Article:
Stand-up History

Stand-up comedians and historians explain the past in funny ways.
The Jericho Tavern, 56 Walton Street, Oxford OX2 6AE, Fri 14 September 2018

For those who like to learn as they laugh, Stand-Up History is a real treat. Imagine a lesson with your favourite history teacher from school, only funnier (and probably ruder!), as a medley of professional comedians, historians and archaeologists bring the past to life with humour.

On the one hand, for those with a serious thirst for knowledge, the funniest trivia is often the most memorable (take it from someone who recently won a pub quiz thanks to the Horrible Histories monarchy song). On the other, explorations of outrageous ancient beliefs, unanswered mysteries or the bizarre quirks of infamous historical figures add fascinating depth to traditional observational comedy. The quirky combination of fun facts and belly laughs is one of the reasons why producers Jericho Comedy have grown a cult following among Oxford's academically-minded audiences.

Particular highlights for this edition include Iszi Lawrence, who has contributed to BBC Radio 4's Making History show and produces a number of history-related podcasts, and Paul Duncan-McGarrity, comedian and archaeologist whose Edinburgh show 'A Practical Guide to Attacking Castles' received critical acclaim.

The rich mine of material provided by the breadth of 'history' as a concept ensures that no two nights are the same, so returning audiences are bound to make new discoveries each time.


October 20, 2016
Stand-Up History is a nerdy, deeply charming adventure into the funnier bits of history.

In the upstairs room of the Jericho Tavern we were presented with six comics (including the compère). The whole place was packed with archaeologists having a wicked evening, which made for an extremely jolly atmosphere.

Among the comedy there were a variety of impressive facts and the night was genuinely interesting from a historical point of view. I was impressed by how easily the standard comedy fare (religion, bodily functions, Jeremy Clarkson) was laced with information. Here are my favourite nuggets of history from the night:

- Carrots are only orange because of the Dutch Revolt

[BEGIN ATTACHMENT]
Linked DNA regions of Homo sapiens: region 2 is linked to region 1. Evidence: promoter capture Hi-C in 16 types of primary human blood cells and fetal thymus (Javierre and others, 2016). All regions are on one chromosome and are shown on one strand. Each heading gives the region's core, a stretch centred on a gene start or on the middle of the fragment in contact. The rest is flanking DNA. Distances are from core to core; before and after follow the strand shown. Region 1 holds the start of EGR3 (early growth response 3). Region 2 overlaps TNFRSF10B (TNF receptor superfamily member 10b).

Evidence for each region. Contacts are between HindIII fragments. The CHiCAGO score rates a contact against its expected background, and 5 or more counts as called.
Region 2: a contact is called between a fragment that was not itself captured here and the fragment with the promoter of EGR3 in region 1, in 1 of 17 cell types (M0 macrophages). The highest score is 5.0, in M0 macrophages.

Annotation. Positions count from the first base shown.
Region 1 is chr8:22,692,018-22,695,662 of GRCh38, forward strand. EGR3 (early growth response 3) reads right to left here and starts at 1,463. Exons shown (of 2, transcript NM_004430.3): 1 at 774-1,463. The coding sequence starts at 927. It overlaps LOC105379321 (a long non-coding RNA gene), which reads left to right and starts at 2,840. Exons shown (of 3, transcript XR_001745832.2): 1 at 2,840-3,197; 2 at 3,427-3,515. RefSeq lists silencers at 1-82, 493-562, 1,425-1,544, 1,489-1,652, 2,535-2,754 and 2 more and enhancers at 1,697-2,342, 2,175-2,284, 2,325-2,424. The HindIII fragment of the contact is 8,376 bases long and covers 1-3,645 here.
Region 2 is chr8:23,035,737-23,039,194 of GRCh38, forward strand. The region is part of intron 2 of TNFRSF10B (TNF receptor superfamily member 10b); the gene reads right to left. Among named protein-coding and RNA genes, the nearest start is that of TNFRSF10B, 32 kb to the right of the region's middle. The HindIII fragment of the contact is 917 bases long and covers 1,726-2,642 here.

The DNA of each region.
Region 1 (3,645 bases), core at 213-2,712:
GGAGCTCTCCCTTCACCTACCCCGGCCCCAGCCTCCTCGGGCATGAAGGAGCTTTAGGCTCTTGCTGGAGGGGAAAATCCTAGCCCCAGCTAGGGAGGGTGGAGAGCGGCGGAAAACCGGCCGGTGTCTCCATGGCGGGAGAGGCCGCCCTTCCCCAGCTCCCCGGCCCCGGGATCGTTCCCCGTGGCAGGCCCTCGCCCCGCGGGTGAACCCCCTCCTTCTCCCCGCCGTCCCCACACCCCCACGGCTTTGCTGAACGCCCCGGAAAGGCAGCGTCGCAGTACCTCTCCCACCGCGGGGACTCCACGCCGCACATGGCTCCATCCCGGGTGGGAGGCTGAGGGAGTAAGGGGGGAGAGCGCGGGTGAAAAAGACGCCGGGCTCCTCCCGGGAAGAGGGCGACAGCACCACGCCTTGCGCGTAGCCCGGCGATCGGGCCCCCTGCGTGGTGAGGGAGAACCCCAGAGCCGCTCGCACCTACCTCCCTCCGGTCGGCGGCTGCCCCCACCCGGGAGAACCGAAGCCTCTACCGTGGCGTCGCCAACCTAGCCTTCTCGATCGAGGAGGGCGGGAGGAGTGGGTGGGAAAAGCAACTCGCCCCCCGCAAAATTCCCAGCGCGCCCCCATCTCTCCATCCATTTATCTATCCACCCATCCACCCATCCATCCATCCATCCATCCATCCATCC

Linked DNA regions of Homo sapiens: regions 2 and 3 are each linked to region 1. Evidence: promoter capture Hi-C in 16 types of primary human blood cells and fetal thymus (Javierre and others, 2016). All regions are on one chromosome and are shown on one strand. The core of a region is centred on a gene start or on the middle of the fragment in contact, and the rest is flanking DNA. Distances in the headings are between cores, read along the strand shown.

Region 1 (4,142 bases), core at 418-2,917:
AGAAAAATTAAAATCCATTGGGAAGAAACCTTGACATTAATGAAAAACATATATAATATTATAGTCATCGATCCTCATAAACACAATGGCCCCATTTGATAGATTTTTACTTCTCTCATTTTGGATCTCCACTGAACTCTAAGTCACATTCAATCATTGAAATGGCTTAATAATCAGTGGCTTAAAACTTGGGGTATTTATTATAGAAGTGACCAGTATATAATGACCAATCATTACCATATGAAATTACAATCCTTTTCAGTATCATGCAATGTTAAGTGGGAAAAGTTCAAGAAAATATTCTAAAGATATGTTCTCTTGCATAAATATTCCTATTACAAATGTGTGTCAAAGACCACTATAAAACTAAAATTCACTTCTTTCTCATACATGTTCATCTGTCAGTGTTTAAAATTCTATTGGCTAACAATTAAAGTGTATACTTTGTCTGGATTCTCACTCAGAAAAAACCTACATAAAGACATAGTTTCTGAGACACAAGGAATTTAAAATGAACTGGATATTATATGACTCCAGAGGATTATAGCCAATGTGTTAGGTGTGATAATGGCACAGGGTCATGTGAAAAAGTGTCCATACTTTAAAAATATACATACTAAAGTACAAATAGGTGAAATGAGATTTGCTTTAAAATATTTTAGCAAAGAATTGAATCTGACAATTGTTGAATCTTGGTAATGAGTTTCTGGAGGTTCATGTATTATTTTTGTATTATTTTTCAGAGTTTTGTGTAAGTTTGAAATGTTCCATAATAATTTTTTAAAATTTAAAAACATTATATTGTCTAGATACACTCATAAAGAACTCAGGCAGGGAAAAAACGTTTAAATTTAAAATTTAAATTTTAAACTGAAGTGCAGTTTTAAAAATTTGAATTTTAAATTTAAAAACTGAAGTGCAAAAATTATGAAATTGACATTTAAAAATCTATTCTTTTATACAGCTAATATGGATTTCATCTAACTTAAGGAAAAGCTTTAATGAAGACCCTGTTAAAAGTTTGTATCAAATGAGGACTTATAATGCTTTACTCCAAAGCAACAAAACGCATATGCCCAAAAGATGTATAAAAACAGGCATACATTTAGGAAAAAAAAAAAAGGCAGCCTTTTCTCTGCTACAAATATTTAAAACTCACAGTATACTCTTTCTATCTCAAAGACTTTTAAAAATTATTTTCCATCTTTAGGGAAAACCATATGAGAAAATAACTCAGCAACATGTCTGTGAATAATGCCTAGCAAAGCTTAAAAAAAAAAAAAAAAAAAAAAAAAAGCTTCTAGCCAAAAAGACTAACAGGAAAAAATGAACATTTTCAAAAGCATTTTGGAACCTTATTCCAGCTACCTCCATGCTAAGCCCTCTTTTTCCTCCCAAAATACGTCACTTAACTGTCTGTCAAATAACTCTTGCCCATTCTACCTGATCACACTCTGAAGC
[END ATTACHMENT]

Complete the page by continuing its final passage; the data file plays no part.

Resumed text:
- Vikings didn't really wear horned helmets

- Tutankhamun had a sword made from ore taken from a meteorite, aka space metal

The two stand-out performers were Paul Duncan McGarrity and Pierre Novellie. McGarrity delivered a beautifully animated description of the little-known ridiculousness of Richard III's death with gusto, and brimmed with enthusiasm for his subject matter and awkward charm. Novellie, headlining the night, had a very enjoyable laid back persona and some cracking material. My favourite sequences were the story of how his family were tricked into relocating in South Africa, and the hapless attempts early Christians made to spread their religion to the Vikings. There was also some gleefully filthy material about medieval Welsh law that had the audience genuinely overwhelmed with mirth.

The only slight shame was that many of the sets seemed not to have a definitive ending, instead trailing off a bit, losing the closure of a final punchline. This was the only time the lack of slickness was a problem rather than an enjoyable part of the style.

The theming of the night was very good fun and added shape and purpose that really elevated the night beyond the usual comedy night fare into something really special. Oxford is the perfect setting for this quirky and fascinating evening, which would be particularly suitable for fans of podcasts like No Such Thing As A Fish and Answer Me This.

Overall this was a gem of an evening. A real treat for history buffs and comedy fans alike.

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